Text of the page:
Fear and Loathing in the Hot Days of Summer

ocean courageI took an extended weekend on the beach with a handful of friends. We’ve known each other a long time and they pretty much know everything there is to know about me. Including my near irrational fear of getting added to a shark’s sampler pack as I dabble my toes in the water.

“If you get eaten by a shark, I’ll be sure to take everything I’ve ever said back at your funeral,” one would say before diving head first into the breakers. Because equal parts support and ridicule are just what friends are for. I watched enviously from the shore as they floated on their backs, looking oh, so, carefree. I’d forgotten to pack my shark repellent. Shame on me.

A battle launched in my brain. My logic side shouted – Just go. My creative side rolled its imaginary eyes.  Don’t you know what can happen out there? One accidental nibble and it will be open season on us.

The chance of that happening is next to nil and you know it.

But not zero.

Not zero, but still. . . Go on. What’s the worst that could happen?

I get bitten. Duh.

Is that really so bad? Think about it. Most attacks this close to shore are survivable. Sure, you might not be all in one piece, but you’d have a story to tell. You could get on the news or even the talk show circuit. Imagine the improved visibility. That shark bite could be just what you need to launch your writing career into the stratosphere.

Yeah. Um. I think I’ll stick to my existing plan.

Bah. Well, then we have a problem to solve then because it is only getting hotter out here.

“A man who fears suffering is already suffering from what he fears.” – Michel de Montaigne

Pressured by my body’s aversion to excessive heat, my brain got to work. I tried to look at the problem differently. What was it that usually sent me running back to the shore while my friends passed beyond the breakers. My friends aren’t dummies. They are fully aware of what calls the ocean its home. What did they do differently? They don’t look down, I realized. They look at the top of the next wave or just out ahead.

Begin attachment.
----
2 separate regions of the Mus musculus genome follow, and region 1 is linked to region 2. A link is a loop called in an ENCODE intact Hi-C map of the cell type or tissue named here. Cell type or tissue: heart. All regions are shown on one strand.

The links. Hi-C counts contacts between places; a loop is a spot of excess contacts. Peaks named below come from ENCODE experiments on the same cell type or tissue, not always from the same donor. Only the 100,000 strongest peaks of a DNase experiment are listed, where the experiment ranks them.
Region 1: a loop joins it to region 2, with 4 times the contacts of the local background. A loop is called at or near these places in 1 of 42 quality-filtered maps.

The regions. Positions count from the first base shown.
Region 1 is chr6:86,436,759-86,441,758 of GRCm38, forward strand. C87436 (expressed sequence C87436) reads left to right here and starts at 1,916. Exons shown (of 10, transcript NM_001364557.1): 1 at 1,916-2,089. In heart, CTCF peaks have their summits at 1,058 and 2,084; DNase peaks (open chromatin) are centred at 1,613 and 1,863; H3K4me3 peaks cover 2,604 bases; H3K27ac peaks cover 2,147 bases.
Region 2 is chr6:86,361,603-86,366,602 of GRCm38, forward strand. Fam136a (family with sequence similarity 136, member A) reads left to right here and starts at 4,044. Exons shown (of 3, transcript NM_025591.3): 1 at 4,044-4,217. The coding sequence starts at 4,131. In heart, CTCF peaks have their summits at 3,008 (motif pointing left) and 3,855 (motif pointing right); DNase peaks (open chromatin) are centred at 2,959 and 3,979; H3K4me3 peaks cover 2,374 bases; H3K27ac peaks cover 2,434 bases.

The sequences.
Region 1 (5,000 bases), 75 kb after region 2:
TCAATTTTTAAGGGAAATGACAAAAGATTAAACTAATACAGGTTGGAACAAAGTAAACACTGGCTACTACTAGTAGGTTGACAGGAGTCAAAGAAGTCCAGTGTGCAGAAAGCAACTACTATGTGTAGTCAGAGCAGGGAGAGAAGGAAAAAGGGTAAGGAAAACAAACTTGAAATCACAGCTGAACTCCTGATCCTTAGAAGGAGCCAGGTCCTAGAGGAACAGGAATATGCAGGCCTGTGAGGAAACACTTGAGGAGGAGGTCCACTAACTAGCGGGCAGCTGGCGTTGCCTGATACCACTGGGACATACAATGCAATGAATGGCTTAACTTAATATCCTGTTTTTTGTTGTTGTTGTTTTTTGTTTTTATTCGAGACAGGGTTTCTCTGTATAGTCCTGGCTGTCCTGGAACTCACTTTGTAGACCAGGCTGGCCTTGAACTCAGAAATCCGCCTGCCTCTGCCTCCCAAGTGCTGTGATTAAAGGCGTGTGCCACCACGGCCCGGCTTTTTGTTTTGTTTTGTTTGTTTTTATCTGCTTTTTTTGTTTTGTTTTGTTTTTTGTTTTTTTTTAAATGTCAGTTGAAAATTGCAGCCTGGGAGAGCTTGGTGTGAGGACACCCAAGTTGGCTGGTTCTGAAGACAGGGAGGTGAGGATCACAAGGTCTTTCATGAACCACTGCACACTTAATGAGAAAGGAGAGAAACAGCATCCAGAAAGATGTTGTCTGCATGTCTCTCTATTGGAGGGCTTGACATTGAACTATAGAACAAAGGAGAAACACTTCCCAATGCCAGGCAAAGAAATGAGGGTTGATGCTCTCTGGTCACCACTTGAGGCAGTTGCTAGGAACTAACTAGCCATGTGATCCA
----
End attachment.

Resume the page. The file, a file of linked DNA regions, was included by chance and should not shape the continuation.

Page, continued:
I always looked into the waves, looking for a shadow to appear, and once spotted, my imagination filled in all the terrible things that could be that shadows cause (other than a cloud). My imagination, that thing that works so well for me most other times, was holding me back. So, stop looking down, I told myself.

“Never fear shadows. They simply mean there’s a light shining somewhere nearby.” -Ruth E. Renkel

I focused on the horizon and not at the waves around me, a trick my dad had taught me years ago to combat seasickness and took a step. Then another. The water hit my knees. Then my waist. Then my shoulders. I lifted my above me and dove into that blue-green water and swam.

I only managed to stay out there a few minutes, but it was longer than I had the day before.

But apparently, not everyone’s weekend was as relaxing as mine. While I was away, there had been an incident at the shopping mall near my work. My neighbors, a family of four, were lunching in the food court when they heard a “thunderous sound.” Crowds of people began rushing to the exits in a panic. A man reported seeing a gun. Others reported shots fired, but no casings were found, nor victims of a shooting. However, that doesn’t mean that no one was hurt. At least eight people were transported out of the mall with injuries, likely caused by falls and or the press of terrified people as they tried to make their escape. In this case, fear was the more destructive weapon.

My neighbors were not among the injured, but instead now have to explain to their sons, one of whom is only as old as mine, why any of this could happen. Why things like this (and worse) keep happening.

Fear. That’s what it comes down to.

Fear is what kept me from enjoying my time with friends fully. Fear is what causes me to see danger in each unexpected shadow. Fear drove ordinary people to push their neighbors. Fear is a root cause as well as an end result in a seemingly never ending cycle. Seemingly. It doesn’t have to stay that way.

“F-E-A-R has two meanings: ‘Forget Everything And Run’ or ‘Face Everything And Rise.’ The choice is yours.” – Zig Ziglar

I am so tired of being made to feel afraid. So while I am aware of my surroundings and recognize the things their shadows may hide, I will try to keep my eyes on the horizon, of what can be, and not look down. And maybe, just maybe, if you join me, we might just get through these breakers, one step at a time.

quotes attributed to http://www.tinybuddha.com. photography is my own.

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45 thoughts on “Fear and Loathing in the Hot Days of Summer